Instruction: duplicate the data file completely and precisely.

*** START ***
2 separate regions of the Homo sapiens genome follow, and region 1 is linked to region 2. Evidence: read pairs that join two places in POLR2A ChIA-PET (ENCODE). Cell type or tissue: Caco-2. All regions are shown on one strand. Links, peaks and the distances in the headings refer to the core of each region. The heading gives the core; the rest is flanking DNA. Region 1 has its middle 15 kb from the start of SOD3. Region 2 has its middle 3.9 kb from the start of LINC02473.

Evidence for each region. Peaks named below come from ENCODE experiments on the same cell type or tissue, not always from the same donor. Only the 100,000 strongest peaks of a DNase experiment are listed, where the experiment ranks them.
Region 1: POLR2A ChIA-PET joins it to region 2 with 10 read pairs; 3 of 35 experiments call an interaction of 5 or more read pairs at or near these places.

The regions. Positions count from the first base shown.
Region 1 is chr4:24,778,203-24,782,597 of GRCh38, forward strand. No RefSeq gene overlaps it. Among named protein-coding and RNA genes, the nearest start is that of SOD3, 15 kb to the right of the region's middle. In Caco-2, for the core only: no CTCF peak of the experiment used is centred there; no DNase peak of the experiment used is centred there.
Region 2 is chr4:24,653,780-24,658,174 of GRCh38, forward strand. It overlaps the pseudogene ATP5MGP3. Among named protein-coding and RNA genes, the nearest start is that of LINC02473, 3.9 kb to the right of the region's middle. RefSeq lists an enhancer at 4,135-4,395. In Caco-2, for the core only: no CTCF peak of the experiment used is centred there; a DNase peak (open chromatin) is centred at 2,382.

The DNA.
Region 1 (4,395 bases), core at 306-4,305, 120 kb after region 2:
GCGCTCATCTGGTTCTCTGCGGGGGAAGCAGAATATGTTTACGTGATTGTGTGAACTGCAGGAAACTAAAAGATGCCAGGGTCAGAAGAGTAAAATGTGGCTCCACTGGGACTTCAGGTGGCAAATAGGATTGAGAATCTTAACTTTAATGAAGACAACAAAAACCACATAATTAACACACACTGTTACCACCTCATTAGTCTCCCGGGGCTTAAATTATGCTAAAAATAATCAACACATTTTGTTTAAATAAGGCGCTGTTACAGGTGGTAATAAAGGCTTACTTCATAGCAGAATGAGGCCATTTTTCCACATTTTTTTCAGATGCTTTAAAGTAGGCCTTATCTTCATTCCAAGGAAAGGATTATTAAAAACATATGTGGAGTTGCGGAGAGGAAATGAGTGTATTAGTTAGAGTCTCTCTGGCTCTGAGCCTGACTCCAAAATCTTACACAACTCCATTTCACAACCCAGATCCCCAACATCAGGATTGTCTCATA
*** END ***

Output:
2 separate regions of the Homo sapiens genome follow, and region 1 is linked to region 2. Evidence: read pairs that join two places in POLR2A ChIA-PET (ENCODE). Cell type or tissue: Caco-2. All regions are shown on one strand. Links, peaks and the distances in the headings refer to the core of each region. The heading gives the core; the rest is flanking DNA. Region 1 has its middle 15 kb from the start of SOD3. Region 2 has its middle 3.9 kb from the start of LINC02473.

Evidence for each region. Peaks named below come from ENCODE experiments on the same cell type or tissue, not always from the same donor. Only the 100,000 strongest peaks of a DNase experiment are listed, where the experiment ranks them.
Region 1: POLR2A ChIA-PET joins it to region 2 with 10 read pairs; 3 of 35 experiments call an interaction of 5 or more read pairs at or near these places.

The regions. Positions count from the first base shown.
Region 1 is chr4:24,778,203-24,782,597 of GRCh38, forward strand. No RefSeq gene overlaps it. Among named protein-coding and RNA genes, the nearest start is that of SOD3, 15 kb to the right of the region's middle. In Caco-2, for the core only: no CTCF peak of the experiment used is centred there; no DNase peak of the experiment used is centred there.
Region 2 is chr4:24,653,780-24,658,174 of GRCh38, forward strand. It overlaps the pseudogene ATP5MGP3. Among named protein-coding and RNA genes, the nearest start is that of LINC02473, 3.9 kb to the right of the region's middle. RefSeq lists an enhancer at 4,135-4,395. In Caco-2, for the core only: no CTCF peak of the experiment used is centred there; a DNase peak (open chromatin) is centred at 2,382.

The DNA.
Region 1 (4,395 bases), core at 306-4,305, 120 kb after region 2:
GCGCTCATCTGGTTCTCTGCGGGGGAAGCAGAATATGTTTACGTGATTGTGTGAACTGCAGGAAACTAAAAGATGCCAGGGTCAGAAGAGTAAAATGTGGCTCCACTGGGACTTCAGGTGGCAAATAGGATTGAGAATCTTAACTTTAATGAAGACAACAAAAACCACATAATTAACACACACTGTTACCACCTCATTAGTCTCCCGGGGCTTAAATTATGCTAAAAATAATCAACACATTTTGTTTAAATAAGGCGCTGTTACAGGTGGTAATAAAGGCTTACTTCATAGCAGAATGAGGCCATTTTTCCACATTTTTTTCAGATGCTTTAAAGTAGGCCTTATCTTCATTCCAAGGAAAGGATTATTAAAAACATATGTGGAGTTGCGGAGAGGAAATGAGTGTATTAGTTAGAGTCTCTCTGGCTCTGAGCCTGACTCCAAAATCTTACACAACTCCATTTCACAACCCAGATCCCCAACATCAGGATTGTCTCATA